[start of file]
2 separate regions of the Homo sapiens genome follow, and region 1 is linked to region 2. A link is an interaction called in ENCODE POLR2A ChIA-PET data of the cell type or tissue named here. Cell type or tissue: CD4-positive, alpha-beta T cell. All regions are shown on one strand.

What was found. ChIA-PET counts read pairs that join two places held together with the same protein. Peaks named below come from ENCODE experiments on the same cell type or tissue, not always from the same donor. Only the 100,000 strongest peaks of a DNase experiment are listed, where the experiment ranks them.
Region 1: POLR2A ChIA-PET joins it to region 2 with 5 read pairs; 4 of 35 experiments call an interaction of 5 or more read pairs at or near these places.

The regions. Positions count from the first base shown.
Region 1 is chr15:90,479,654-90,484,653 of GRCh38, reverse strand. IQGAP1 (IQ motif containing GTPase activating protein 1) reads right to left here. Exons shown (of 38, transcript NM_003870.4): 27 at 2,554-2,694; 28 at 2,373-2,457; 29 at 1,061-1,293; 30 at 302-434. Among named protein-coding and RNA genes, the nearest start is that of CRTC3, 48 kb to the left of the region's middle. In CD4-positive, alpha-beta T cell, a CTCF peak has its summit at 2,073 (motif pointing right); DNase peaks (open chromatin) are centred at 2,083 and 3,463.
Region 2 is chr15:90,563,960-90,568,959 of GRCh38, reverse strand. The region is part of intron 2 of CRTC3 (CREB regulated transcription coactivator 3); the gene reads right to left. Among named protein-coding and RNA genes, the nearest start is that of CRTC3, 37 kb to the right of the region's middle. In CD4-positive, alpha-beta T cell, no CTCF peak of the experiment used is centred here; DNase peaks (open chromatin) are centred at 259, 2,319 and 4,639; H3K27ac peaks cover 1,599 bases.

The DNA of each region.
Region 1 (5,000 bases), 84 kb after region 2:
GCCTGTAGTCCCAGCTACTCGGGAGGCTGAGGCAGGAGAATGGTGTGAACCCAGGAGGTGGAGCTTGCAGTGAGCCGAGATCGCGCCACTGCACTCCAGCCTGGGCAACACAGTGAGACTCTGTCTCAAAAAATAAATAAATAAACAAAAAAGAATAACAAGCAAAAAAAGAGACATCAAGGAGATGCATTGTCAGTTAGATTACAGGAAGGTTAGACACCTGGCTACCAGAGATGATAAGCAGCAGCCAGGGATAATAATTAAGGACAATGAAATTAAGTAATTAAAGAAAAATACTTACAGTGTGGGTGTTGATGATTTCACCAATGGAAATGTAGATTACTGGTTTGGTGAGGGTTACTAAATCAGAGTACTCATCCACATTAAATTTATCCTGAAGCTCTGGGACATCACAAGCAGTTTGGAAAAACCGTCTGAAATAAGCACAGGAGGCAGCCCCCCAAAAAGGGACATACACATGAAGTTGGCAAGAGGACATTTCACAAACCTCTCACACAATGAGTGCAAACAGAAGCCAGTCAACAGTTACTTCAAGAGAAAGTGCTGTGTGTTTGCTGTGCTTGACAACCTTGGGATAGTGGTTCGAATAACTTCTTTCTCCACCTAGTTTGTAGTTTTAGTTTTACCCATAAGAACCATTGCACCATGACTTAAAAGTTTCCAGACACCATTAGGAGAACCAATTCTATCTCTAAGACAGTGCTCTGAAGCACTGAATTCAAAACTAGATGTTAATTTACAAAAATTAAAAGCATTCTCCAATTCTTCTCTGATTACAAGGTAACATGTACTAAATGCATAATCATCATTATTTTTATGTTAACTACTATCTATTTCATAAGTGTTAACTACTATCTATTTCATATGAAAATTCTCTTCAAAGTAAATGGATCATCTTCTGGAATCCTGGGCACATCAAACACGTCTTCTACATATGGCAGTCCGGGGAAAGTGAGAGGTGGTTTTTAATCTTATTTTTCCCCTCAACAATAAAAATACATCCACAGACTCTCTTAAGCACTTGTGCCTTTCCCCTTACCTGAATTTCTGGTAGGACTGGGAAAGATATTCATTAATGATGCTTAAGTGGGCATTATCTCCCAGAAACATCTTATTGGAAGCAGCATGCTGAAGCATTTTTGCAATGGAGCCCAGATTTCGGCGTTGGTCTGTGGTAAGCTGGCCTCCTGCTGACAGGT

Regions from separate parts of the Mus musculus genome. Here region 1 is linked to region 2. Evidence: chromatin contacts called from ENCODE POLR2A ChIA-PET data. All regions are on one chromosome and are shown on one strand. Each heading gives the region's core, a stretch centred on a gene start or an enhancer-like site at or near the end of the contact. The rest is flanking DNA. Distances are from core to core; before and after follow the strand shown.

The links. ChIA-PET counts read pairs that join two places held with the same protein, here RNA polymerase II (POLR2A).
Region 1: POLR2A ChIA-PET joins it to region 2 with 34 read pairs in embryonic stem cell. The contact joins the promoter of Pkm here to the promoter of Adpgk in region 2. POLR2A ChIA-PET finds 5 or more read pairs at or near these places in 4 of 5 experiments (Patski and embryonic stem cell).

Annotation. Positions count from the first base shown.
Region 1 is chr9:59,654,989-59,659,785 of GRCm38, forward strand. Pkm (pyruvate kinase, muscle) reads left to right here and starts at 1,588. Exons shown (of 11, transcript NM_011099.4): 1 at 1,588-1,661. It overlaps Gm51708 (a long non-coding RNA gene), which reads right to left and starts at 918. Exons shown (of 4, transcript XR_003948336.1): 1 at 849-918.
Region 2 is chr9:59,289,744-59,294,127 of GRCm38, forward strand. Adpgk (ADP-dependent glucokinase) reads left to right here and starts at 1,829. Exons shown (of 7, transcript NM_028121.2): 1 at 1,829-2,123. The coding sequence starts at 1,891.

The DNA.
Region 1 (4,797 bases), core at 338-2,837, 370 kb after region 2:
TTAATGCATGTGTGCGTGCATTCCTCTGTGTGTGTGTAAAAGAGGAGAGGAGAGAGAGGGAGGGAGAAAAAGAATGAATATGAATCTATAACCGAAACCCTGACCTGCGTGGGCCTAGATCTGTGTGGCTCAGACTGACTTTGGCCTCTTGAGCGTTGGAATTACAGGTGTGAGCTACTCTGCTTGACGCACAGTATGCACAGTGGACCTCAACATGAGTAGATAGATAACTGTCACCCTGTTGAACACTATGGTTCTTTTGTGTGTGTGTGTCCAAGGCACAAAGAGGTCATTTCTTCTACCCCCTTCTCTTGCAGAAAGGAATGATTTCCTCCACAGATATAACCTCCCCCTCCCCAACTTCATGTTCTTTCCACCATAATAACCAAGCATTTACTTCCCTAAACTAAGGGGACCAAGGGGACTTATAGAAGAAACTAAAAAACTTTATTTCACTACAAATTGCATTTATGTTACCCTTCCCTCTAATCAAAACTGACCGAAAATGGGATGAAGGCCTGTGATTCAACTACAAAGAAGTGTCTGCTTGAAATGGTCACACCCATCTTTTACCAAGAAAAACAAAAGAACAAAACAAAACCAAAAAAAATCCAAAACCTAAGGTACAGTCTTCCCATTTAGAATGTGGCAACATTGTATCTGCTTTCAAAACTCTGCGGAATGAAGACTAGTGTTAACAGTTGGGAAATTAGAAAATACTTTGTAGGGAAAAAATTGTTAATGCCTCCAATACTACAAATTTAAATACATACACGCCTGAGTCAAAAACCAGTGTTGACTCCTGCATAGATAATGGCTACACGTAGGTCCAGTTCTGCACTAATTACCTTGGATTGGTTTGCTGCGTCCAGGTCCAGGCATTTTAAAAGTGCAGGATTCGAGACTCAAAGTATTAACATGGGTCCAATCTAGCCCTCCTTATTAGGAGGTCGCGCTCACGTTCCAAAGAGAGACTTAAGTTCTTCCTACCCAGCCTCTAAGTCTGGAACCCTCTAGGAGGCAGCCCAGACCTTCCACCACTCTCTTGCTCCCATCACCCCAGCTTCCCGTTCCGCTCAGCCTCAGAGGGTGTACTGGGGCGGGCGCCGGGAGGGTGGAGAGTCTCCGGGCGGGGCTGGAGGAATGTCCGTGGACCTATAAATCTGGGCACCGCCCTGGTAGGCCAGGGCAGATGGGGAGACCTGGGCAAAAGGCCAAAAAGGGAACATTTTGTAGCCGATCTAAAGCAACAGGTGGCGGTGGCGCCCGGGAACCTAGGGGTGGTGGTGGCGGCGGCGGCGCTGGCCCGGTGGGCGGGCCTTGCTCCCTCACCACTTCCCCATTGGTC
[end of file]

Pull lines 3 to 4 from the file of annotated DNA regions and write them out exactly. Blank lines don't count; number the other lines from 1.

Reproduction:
Region 1: POLR2A ChIA-PET joins it to region 2 with 5 read pairs; 4 of 35 experiments call an interaction of 5 or more read pairs at or near these places.

The regions. Positions count from the first base shown.